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Military Personnel and Psychological Risks

Military personnel is exposed to greater psychological risks than civilians. Soldiers occasionally face scenes and events that are disturbing or implying a great responsibility for the outcomes. It is not surprising that they are often subject to psychological issues as a result of their service. Researchers have discovered that the sense of loneliness is one of the risk factors that potentially cause various mental disorders among active-duty soldiers.

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Loneliness and Health

The research article by Cacioppo et al. indicates that chronic loneliness can be potentially harmful to both civilians and military personnel (866). Issues such as depression, post-traumatic stress disorder, and suicidal behavior are the outcomes of the continuing feeling of loneliness. This study focuses on the elements that are influencing self-perception on the socialization scale.

The issue of determining psychological risks among the military became especially problematic in the past several decades. While the government of the United States keeps deploying soldiers to different war zones in the Middle East, the mental health of troops is regularly checked. It has been found that the amount of support that a soldier received in the past and continues to get currently can determine the strength of his or her social links.

The scale of loneliness among the military can predict suicidal behavior. The combat experience does not appear to be the direct cause of suicide. It is rather upsetting memories that cause such actions. Post-traumatic stress disorder is not treated effectively if these memories are not shared. Loneliness implies a mechanism when a person who has a traumatic combat experience does not have an opportunity to share and reflect on particular memories, which can help to change the attitude towards the situation. Suicide cases of many soldiers were connected with them previously reporting the feelings of loneliness and depression.

The biggest problem that is facing the military regarding this issue is that the nature of work does not bear any signs of weakness. Soldiers must be psychologically stable and unaffected by emotions. There are preliminary tests aimed at determining the mental health of each soldier. Some tests focus on such skills as leadership or mathematical knowledge. They are drafted to determine what kind of tasks a particular soldier can effectively exercise. Others are designed to measure the potential threats in the field. For instance, there are tests that determine whether a soldier has suicidal behavior or a shooting tendency. Results affect the decision about taking candidates to battle. Those who show poor results are not deployed to prevent casualties. While these tests are quite accurate, traumatic field experience can change the situation dramatically.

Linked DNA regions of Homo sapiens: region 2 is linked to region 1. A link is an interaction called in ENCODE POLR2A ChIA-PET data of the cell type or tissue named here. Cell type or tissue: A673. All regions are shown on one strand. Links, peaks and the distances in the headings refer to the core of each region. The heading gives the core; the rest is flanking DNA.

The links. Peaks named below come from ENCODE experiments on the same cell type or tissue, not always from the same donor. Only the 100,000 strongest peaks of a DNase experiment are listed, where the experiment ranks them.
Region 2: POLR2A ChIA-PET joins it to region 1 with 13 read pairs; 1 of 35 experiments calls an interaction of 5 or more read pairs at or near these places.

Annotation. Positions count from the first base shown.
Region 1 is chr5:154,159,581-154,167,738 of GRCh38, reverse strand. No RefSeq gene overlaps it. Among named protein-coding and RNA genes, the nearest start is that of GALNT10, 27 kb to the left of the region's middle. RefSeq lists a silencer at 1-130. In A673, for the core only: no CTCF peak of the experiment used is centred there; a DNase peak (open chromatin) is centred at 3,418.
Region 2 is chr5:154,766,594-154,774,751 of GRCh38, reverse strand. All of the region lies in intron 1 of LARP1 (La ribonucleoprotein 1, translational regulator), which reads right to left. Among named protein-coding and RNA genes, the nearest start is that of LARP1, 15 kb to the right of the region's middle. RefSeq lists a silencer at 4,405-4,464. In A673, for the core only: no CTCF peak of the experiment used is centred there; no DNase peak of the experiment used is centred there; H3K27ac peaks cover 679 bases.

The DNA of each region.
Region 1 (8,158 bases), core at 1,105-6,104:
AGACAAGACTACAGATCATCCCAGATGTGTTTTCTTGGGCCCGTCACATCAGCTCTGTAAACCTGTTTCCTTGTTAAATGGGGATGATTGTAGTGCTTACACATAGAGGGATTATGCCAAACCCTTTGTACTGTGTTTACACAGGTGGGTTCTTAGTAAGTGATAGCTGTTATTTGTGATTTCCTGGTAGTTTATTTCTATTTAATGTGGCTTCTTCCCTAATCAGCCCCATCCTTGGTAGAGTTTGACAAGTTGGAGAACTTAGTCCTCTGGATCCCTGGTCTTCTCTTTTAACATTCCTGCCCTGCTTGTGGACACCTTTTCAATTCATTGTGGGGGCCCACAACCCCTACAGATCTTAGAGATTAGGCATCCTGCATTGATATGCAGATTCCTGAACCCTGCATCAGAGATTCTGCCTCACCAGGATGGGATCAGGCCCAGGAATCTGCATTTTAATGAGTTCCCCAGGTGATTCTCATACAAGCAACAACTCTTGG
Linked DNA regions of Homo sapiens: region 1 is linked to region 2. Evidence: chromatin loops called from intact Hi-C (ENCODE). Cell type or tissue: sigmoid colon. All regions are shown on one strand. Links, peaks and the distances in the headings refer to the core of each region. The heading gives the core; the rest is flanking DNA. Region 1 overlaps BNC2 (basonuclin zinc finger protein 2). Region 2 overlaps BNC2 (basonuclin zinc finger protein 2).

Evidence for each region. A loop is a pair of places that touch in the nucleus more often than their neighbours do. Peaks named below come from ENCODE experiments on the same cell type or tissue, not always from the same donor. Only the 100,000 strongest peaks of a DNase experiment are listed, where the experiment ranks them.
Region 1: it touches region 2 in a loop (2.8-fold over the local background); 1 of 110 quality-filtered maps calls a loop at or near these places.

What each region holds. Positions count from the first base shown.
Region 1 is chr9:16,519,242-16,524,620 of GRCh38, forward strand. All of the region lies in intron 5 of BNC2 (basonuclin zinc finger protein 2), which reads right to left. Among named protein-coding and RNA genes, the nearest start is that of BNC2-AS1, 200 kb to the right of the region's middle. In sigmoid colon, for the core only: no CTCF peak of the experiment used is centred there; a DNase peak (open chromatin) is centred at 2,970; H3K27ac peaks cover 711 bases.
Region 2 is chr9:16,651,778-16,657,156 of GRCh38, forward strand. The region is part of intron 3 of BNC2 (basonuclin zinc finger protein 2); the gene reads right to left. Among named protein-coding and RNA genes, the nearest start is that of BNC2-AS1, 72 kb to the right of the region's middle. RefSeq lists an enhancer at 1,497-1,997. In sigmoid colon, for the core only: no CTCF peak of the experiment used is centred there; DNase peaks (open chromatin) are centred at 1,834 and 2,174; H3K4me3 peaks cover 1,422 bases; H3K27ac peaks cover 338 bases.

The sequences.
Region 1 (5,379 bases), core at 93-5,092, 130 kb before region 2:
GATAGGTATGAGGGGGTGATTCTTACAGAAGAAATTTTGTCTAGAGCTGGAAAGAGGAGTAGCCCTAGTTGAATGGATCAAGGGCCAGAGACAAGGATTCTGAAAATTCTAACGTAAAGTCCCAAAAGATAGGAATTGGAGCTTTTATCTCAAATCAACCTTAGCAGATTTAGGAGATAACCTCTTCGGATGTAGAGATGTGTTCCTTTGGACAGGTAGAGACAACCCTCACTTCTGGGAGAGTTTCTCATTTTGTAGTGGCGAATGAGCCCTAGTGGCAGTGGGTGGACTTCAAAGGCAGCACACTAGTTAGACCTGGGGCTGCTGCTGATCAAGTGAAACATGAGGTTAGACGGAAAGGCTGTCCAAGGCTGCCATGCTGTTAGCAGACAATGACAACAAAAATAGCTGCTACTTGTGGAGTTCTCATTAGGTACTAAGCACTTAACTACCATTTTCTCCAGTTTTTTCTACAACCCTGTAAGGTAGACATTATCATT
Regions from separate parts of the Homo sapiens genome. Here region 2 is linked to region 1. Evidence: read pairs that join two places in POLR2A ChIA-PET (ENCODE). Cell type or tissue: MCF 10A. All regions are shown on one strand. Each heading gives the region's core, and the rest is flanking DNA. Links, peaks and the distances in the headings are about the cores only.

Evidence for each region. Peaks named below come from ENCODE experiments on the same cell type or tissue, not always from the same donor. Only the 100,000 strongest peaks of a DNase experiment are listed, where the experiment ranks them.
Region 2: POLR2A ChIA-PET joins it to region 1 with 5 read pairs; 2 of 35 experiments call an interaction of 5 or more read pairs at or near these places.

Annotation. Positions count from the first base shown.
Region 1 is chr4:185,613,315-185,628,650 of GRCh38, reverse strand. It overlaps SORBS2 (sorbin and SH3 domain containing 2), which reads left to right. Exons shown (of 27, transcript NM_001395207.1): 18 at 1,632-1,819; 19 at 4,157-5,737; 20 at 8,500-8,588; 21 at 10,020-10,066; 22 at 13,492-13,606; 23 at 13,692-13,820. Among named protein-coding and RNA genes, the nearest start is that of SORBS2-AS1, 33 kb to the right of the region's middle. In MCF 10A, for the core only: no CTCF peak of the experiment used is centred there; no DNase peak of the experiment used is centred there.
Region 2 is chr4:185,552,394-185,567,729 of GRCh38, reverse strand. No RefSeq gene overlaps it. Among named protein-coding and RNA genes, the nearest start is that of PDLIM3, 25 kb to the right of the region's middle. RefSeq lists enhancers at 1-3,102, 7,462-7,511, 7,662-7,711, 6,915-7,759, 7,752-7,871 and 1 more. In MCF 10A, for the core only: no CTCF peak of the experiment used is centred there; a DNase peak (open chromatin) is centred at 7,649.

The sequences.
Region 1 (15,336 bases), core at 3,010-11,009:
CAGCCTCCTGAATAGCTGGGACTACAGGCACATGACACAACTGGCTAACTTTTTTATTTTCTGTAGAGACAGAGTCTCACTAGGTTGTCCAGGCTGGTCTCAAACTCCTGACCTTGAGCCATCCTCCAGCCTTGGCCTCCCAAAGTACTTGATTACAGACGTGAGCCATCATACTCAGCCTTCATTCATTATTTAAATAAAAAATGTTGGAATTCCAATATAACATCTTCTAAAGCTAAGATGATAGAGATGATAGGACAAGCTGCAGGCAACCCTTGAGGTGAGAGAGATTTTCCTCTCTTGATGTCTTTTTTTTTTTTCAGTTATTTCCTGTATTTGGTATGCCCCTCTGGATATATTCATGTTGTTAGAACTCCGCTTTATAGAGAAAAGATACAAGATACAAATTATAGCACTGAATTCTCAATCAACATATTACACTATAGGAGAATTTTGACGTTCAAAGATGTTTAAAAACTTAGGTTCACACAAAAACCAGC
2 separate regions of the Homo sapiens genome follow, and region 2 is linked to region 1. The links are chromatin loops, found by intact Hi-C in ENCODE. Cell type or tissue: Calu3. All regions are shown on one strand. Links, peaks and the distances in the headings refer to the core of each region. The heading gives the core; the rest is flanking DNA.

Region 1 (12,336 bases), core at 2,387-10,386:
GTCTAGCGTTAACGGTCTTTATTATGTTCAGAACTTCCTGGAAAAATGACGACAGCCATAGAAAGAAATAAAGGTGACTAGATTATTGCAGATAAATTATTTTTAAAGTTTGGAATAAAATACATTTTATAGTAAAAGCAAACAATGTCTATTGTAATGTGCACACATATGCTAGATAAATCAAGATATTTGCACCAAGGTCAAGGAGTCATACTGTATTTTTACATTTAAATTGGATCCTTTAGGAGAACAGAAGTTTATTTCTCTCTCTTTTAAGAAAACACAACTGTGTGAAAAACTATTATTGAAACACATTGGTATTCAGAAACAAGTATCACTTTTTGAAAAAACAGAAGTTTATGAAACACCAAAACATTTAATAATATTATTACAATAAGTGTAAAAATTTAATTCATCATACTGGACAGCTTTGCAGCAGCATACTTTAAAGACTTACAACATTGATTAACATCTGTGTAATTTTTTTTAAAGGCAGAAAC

Risk Factors

There are several risk factors that contribute to the overall feeling of loneliness. Among the civilians, they include elements like the frequency of contacts with family and friends, marital status, work, and social stress, as well as others. The article describes the factors that contribute to the feeling of socialization as being predominantly connected with the service community. For instance, these factors include previous deployment, leadership, relationships inside a platoon, and organizational citizenship behavior. However, the study also includes factors that are the same for civilians.


The article provides evidence that various socio-economic characteristics do not matter much in the military community. Factors like the existence of a spouse and children and frequent contact with friends and family do not affect soldiers as much as civil citizens. Loneliness is connected with concepts specific to the military. This implies that relationships with platoon members are more important for soldiers that connections with family. This result provides a field for re-thinking the effect of cultural context on human social behavior.

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Some of the elements that associate with loneliness among active-duty soldiers include childhood traumas and other negative experience in the past. The emotional baggage that is carried by each person influences his or her behavior in the field. For instance, shy and mistreated soldiers may find it hard to connect with their platoon members, which can contribute to their sense of loneliness. Age also plays an important role, as it is harder for older soldiers to adapt to the changing conditions. Counseling can help to cope with stress in a situation when a soldier does not have anyone to share his or her feelings. Besides, it is not always possible for ordinary people to properly react to incoming information. That is why professional guidance is required that would detect the first disturbing signs and ensure loneliness is no longer an issue.


The military is a complex structure that requires personnel to sacrifice their mental health while serving in war zones. While serving in the army may bring economic benefits, they may become unnecessary for those who do not have the possibility to share them. Soldiers spending much time on active duty need to have strong relationships with their team members to prevent a sense of loneliness. Post-traumatic stress disorder and depression are the first outcomes that should be treated through psychological counseling.

Work Cited

Cacioppo, John T., et al. “The Cultural Context of Loneliness: Risk Factors in Active Duty Soldiers.” Journal of Social & Clinical Psychology, vol. 35, no. 10, 2016, pp. 865-882.

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